Or, there’s always a way around the block…
When it comes to solving a problem with creating – whether it’s how to start, or how to go on, many artists will consult a random, outside element to give them something fresh and new to chew on, or to crystallize the possibilities swirling around inside their mind.
For example, writing prompts. Often one word, image, phrase, or question, that’s meant to get your mind moving, and must be incorporated or solved. Once the project’s underway, writing prompts can become strategies instead.
An example of starting prompt by word:
Jake Owen’s Inktober (Yes, it was meant for drawing, not writing. Works either way!)
According to Hoyt’s Sunday Vignettes (yes, there’s a promo there, too. Prompt at the end, and you play in comments.)
“They Fight Crime!” Generator (From the trope of “He’s an X, she’s a Y, together they fight crime!”)
I don’t know a site that specifically presents an image daily for a writing prompt, but there are a couple sites I’ve seen people use:
Photomorgue: free photos, and you can type in a writing prompt word or just scroll through the random selection on the front page.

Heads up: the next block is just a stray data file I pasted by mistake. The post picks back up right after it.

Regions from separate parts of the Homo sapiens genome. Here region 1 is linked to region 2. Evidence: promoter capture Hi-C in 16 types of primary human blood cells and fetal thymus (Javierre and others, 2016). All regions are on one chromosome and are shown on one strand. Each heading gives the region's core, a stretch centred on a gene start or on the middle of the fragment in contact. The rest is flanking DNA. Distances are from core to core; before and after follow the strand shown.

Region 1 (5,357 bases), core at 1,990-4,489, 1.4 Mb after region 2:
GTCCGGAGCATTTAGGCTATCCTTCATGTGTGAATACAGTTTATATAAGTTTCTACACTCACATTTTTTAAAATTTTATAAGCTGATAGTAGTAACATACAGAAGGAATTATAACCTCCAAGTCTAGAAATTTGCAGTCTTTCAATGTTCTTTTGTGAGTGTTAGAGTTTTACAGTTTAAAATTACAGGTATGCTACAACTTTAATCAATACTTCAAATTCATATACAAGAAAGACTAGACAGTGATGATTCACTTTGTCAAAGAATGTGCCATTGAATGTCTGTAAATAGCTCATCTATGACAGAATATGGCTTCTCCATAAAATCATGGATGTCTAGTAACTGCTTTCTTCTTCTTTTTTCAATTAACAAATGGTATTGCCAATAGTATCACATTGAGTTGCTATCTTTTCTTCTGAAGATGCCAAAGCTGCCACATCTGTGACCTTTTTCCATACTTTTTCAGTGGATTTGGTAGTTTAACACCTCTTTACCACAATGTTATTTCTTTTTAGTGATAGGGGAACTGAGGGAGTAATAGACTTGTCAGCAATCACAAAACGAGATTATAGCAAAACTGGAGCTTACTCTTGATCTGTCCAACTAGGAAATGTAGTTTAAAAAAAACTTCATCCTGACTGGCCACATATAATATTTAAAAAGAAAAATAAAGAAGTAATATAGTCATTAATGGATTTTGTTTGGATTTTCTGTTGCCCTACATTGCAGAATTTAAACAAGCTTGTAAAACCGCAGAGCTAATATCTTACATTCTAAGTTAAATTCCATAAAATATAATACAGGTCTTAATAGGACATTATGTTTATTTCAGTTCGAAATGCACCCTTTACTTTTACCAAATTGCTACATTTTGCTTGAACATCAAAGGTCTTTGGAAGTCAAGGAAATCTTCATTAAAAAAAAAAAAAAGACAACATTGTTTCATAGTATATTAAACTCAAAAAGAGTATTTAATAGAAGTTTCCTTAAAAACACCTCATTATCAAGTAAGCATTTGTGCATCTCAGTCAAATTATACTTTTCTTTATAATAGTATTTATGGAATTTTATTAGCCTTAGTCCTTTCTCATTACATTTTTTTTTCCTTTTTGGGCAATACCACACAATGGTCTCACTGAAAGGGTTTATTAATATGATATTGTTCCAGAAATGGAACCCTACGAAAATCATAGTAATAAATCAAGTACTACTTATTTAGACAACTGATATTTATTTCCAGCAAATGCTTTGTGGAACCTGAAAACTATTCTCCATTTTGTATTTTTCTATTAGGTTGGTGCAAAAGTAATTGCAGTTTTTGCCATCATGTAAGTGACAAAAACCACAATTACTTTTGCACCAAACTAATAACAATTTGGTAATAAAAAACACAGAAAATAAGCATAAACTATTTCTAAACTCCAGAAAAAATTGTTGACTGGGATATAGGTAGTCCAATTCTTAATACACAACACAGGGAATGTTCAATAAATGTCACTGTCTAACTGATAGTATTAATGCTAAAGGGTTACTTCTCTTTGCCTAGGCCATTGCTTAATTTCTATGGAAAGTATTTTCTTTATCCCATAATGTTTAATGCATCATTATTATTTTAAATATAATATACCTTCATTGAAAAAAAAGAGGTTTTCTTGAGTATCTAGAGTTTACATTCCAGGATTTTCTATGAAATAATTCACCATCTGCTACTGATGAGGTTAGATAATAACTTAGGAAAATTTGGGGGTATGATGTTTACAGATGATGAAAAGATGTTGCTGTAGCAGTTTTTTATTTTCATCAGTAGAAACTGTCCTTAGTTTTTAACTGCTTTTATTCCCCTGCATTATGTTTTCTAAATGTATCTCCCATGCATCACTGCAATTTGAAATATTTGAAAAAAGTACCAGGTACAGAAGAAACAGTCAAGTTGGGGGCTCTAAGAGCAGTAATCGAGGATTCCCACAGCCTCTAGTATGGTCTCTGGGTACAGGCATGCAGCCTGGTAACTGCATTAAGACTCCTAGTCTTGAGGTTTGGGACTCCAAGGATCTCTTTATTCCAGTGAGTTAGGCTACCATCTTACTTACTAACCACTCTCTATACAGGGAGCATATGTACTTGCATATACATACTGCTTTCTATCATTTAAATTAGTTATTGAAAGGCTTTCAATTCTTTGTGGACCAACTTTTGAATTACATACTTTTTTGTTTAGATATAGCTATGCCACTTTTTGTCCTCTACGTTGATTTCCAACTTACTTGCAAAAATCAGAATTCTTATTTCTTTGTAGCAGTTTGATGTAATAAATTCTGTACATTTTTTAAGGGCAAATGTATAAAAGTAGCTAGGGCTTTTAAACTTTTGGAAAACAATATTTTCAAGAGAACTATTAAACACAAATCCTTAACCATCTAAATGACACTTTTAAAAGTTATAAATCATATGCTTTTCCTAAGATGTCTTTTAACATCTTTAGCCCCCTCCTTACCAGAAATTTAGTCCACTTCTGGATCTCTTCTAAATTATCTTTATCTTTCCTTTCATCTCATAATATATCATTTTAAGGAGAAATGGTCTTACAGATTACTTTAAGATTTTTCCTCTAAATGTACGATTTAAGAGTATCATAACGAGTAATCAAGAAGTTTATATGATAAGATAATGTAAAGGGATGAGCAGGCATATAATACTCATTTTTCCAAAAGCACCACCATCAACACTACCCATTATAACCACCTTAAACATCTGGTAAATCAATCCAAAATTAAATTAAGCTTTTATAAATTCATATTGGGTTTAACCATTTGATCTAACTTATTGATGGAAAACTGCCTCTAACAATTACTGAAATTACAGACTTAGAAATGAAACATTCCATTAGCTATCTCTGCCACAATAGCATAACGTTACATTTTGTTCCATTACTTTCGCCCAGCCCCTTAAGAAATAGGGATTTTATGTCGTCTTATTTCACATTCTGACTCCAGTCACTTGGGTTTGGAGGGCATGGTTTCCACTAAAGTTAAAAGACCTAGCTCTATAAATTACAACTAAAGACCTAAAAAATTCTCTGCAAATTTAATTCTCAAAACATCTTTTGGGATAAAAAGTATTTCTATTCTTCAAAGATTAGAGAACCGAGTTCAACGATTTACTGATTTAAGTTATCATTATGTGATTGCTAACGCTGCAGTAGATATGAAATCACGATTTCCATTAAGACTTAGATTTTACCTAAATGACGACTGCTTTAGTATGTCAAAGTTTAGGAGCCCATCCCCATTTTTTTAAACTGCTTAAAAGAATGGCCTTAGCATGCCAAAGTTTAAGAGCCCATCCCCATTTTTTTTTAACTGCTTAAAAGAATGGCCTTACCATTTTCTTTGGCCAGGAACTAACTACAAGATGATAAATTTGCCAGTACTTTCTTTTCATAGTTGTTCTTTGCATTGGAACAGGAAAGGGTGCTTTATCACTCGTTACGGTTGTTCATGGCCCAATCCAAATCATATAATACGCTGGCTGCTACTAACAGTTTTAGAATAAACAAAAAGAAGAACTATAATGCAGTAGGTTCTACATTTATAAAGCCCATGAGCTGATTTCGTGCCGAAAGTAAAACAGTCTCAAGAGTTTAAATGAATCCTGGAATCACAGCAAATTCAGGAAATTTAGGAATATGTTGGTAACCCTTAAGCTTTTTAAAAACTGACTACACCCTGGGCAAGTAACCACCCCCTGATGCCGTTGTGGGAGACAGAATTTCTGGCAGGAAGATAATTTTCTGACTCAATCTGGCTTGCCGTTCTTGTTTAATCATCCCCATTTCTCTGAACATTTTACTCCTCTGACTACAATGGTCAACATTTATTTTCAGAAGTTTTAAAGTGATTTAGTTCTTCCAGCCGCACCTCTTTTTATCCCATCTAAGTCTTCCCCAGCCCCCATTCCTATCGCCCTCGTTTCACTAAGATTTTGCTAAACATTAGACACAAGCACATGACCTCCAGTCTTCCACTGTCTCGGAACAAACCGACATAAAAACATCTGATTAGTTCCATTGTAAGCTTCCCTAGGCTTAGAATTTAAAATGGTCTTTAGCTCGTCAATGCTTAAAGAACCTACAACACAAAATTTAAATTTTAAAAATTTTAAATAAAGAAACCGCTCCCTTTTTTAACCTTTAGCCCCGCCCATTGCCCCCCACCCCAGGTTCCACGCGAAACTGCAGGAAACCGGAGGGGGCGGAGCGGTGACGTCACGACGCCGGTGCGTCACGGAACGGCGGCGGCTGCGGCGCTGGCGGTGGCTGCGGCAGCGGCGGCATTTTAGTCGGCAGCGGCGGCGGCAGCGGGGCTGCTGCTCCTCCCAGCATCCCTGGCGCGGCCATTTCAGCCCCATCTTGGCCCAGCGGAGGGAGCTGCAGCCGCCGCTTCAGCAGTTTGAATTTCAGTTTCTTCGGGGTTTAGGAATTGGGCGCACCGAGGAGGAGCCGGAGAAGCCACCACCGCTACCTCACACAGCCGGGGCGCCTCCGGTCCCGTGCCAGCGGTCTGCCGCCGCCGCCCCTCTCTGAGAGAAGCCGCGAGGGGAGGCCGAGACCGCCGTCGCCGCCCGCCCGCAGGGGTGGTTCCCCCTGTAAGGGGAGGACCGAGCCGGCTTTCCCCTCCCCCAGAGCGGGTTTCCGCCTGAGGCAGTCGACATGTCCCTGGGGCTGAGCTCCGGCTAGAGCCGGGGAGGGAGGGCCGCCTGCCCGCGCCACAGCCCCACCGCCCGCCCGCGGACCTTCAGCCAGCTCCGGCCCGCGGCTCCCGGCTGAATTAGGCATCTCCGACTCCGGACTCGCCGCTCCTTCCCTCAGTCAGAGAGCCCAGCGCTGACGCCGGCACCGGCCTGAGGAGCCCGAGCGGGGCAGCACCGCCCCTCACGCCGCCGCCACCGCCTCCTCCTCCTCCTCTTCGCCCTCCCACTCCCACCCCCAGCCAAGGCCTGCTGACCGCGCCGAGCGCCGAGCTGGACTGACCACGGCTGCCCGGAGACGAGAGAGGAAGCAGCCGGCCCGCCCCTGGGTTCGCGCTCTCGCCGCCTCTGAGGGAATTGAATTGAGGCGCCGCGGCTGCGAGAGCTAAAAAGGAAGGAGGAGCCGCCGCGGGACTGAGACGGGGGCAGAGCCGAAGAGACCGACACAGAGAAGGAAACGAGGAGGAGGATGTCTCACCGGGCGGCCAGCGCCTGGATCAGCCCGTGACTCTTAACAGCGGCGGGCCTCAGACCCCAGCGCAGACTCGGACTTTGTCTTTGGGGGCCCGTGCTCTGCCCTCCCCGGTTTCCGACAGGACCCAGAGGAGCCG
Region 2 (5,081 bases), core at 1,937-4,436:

The book designer: Some authors go surf premade cover sites, find the cover that they want to write the story for, and write the story around the cover. (If you do this, you just might want to make sure you buy that cover, so it’s still available when you’re ready to publish!) This has a long history in the pulp magazines – more than a few stories for the pulps were written after the cover art had been commissioned, and the author had to come up with something related.
(physical option) Tell Me A Story cards: This is a deck of cards with a single fairytale image each. Designed as a kid’s game, they work for writing prompts, too. I know writers who’ve gone on to create their own extra cards to add.
Oblique Strategies: Created by Brian Eno and Peter Schmidt, this was a deck of cards that someone uploaded as a one-per-website-refresh that was meant to help songwriters and musicians.
(physical option) Writer Emergency Pack: this has options like “switch genres” or “standard procedures: what if this happened all the time? Is your hero writing the rules, or breaking them?”
Orson Scott Card’s “1,000 ideas in an hour”: while this is in the book Characters and Viewpoint, the basic gist is free on the link blog post (I recommend the book; it’s good. But later; see the strategy now.)
You could use all of these, or none of these. In the end, all that matters is that you get the story started, and then written, and then finished. What have you used for prompts or strategies, or idea generation?